‘Real Jamaica rum,’ said Ivan Matveyevich, pouring some into his glass with a shaking hand. ‘Have some, old man.’

  ‘You must admit it,’ retorted Tarantyev, ‘you owe me this treat. You’d not have got such a tenant if you’d waited till the house had rotted away.’

  ‘True enough,’ Ivan Matveyevich interrupted. ‘And if our business comes off and Zatyorty goes to the country, you’ll get your commission.’

  ‘I’m afraid, old man, you’re damned stingy,’ said Tarantyev. ‘One has to bargain with you. Fifty roubles for such a lodger!’

  ‘I’m afraid he may be leaving – he’s threatening to,’ observed Ivan Matveyevich.

  ‘Don’t talk nonsense – a man of experience like you, too! Where will he go? He wouldn’t be driven out even by force now.’

  ‘And the wedding? I hear he’s getting married.’

  Tarantyev burst out laughing.

  ‘He getting married! What do you bet that he won’t?’ he replied. ‘Why, he can’t go to bed without Zakhar’s help, and you talk of marriage! Till now I’ve been giving him a helping hand; if it hadn’t been for me, old man, he would have died of starvation or been clapped into jail. If the police inspector called or his landlord asked him for something, he never knew what to do – I had to do everything for him! He doesn’t understand a thing!’

  ‘You’re right. He told me he didn’t know what they did in a district court or in a Government department. He has no idea what sort of peasants he has. What a fool! I nearly burst out laughing.’

  ‘And the agreement, the agreement we drew up!’ Tarantyev boasted. ‘You’re a past-master in drawing up documents, old man, I grant you that! It reminded me of my father. I wasn’t bad at it, either, but I’m afraid I’ve lost the knack – aye, I’ve lost the knack! The moment I sit down at the table my eyes begin to water. He never bothered to read it, just signed it! Barns, stables, kitchen gardens, and all!’

  ‘Yes, old man, while there are blockheads in Russia who sign papers without reading them, people like us can still manage to live. But for that life would have been terrible – things have grown so bad! In the old days it was different. What money have I made after twenty-five years in the Civil Service? Enough to live on in Vyborg without showing my nose anywhere else – plenty to eat, I’m not complaining! But, I’m afraid, a flat on Liteyny, carpets, a rich wife, and children who are admitted to the best houses – that’s a dream of the past! I haven’t got the right face for it, I’m told, and my fingers are red – Why do I drink? How can I help drinking? Just try! Worse than a footman – aye, to-day a footman doesn’t wear boots like mine and changes his shirt every day. The trouble is, I haven’t had the right education – the youngsters have got miles ahead of me: show off, read and talk French….’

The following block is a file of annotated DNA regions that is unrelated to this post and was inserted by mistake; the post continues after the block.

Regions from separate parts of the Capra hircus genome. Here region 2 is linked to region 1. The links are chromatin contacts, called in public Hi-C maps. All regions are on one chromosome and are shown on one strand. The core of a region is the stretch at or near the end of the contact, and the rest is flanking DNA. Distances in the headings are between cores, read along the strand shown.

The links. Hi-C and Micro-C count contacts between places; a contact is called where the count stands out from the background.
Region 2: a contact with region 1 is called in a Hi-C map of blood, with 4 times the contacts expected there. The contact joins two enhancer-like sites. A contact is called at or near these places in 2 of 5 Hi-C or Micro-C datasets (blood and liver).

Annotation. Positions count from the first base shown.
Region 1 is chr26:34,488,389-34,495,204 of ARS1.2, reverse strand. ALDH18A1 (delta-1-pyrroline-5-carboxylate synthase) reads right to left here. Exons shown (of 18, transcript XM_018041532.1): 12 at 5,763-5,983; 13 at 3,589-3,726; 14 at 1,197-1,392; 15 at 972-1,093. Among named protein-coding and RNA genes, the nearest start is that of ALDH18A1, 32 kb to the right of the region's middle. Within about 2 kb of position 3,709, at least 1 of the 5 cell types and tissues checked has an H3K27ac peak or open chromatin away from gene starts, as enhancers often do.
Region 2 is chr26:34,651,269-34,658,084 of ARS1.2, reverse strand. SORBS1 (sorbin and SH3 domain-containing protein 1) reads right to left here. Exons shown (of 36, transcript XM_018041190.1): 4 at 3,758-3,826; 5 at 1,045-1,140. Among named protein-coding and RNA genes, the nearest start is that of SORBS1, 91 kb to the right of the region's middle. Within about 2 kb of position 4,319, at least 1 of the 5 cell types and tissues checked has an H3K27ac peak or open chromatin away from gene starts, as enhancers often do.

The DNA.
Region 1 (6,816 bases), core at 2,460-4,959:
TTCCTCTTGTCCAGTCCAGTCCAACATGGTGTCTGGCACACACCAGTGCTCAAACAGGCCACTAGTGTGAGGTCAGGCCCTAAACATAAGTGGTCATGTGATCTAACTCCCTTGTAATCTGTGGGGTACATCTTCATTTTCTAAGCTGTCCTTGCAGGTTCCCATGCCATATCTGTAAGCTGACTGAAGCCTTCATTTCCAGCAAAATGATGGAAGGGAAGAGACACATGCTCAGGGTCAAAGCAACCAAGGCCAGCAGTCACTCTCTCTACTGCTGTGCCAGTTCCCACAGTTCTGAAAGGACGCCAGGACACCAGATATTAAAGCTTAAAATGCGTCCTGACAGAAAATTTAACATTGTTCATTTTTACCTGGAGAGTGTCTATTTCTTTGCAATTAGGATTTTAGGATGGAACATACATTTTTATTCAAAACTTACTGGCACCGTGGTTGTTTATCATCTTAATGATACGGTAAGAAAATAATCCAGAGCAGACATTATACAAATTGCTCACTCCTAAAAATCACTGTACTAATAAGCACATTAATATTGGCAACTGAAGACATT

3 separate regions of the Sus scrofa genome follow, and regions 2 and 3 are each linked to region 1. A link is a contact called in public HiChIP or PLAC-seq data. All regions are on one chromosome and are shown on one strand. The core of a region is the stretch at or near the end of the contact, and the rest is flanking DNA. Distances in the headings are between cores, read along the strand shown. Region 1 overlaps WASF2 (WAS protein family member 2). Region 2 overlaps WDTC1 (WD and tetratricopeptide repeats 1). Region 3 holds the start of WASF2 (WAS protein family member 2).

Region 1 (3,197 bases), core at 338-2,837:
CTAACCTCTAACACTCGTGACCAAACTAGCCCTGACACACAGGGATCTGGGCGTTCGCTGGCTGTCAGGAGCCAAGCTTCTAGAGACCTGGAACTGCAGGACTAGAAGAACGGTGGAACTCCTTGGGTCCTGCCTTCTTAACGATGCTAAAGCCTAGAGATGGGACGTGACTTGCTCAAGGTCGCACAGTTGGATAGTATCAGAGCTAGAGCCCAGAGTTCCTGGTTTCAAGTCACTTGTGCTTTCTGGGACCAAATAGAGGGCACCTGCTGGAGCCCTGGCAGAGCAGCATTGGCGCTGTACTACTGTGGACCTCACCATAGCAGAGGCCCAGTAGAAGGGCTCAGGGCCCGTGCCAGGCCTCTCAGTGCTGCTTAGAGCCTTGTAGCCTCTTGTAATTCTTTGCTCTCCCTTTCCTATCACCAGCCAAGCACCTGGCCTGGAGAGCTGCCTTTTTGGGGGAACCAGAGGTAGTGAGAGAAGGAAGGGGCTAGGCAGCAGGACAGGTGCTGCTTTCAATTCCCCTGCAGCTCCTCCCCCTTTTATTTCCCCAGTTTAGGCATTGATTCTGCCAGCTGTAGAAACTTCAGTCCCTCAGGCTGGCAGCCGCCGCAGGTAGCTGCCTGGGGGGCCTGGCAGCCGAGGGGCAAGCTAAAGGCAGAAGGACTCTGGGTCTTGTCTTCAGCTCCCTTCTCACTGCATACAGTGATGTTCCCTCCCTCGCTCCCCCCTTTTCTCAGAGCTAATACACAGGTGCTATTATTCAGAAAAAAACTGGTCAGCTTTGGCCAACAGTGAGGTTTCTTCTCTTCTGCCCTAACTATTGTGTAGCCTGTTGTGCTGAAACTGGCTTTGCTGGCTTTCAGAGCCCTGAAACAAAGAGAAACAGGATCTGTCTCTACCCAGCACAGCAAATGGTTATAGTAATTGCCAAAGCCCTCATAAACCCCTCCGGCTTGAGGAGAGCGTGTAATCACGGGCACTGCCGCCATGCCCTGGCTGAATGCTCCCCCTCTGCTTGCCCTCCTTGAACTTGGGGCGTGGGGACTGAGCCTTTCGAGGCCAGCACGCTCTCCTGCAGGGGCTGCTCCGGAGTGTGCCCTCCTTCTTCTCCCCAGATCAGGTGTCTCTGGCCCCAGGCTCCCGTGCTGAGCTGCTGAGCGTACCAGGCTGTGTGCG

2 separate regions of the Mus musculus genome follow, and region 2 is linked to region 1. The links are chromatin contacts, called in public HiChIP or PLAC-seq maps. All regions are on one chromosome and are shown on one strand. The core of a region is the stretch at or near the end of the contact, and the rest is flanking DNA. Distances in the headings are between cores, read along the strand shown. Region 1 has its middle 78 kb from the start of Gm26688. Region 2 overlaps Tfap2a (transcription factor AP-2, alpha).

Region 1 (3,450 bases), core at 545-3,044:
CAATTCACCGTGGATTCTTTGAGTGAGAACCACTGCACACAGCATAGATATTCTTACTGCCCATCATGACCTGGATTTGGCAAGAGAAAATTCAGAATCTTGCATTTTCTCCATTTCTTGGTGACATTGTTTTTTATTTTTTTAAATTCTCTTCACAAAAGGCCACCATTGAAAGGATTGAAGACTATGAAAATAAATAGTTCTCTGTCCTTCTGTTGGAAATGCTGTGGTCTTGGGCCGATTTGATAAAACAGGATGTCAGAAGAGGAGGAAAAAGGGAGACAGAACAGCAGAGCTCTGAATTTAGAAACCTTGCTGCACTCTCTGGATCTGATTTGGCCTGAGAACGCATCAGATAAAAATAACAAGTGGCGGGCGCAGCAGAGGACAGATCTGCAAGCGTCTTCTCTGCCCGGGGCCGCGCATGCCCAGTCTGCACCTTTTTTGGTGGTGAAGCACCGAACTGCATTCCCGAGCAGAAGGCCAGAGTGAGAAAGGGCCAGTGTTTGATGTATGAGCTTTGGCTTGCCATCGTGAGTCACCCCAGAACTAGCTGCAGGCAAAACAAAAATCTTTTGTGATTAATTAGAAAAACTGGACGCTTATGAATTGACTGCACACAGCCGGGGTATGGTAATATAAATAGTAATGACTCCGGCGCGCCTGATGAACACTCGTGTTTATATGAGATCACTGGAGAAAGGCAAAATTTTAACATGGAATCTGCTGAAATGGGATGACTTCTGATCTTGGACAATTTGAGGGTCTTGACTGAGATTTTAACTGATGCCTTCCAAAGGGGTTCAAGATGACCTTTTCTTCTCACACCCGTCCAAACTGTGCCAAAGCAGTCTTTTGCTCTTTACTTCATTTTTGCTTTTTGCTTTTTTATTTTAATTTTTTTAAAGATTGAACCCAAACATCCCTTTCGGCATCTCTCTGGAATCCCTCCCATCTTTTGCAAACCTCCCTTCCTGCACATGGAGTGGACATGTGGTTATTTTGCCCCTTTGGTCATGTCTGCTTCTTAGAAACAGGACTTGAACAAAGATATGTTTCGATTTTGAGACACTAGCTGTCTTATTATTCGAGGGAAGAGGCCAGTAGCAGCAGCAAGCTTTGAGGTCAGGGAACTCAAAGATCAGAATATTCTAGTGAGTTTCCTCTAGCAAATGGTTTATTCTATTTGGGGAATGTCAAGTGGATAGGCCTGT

‘And have no idea of practical affairs,’ added Tarantyev.

  ‘That’s where you’re wrong, old man: they have, but it’s different now. Everyone wants things to be as simple as possible and everyone is doing his best to trip us up. This is not the way to write, that’s quite unnecessary, a waste of time – you could do it much more quickly – always tripping us up.’

  ‘But the agreement is signed: they did not trip us up there, did they?’ said Tarantyev.

  ‘That, of course, is sacred. Let’s drink, old man. He’ll send Zatyorty to Oblomovka, and Zatyorty will gradually suck him dry: let his heirs get all that is left over….’

  ‘Let them,’ Tarantyev observed. ‘And there aren’t any real heirs, either: third cousins, some very distant relatives.’

  ‘It’s his marriage I’m afraid of!’ said Ivan Matveyevich.

  ‘Don’t be afraid, I tell you. Mark my words!’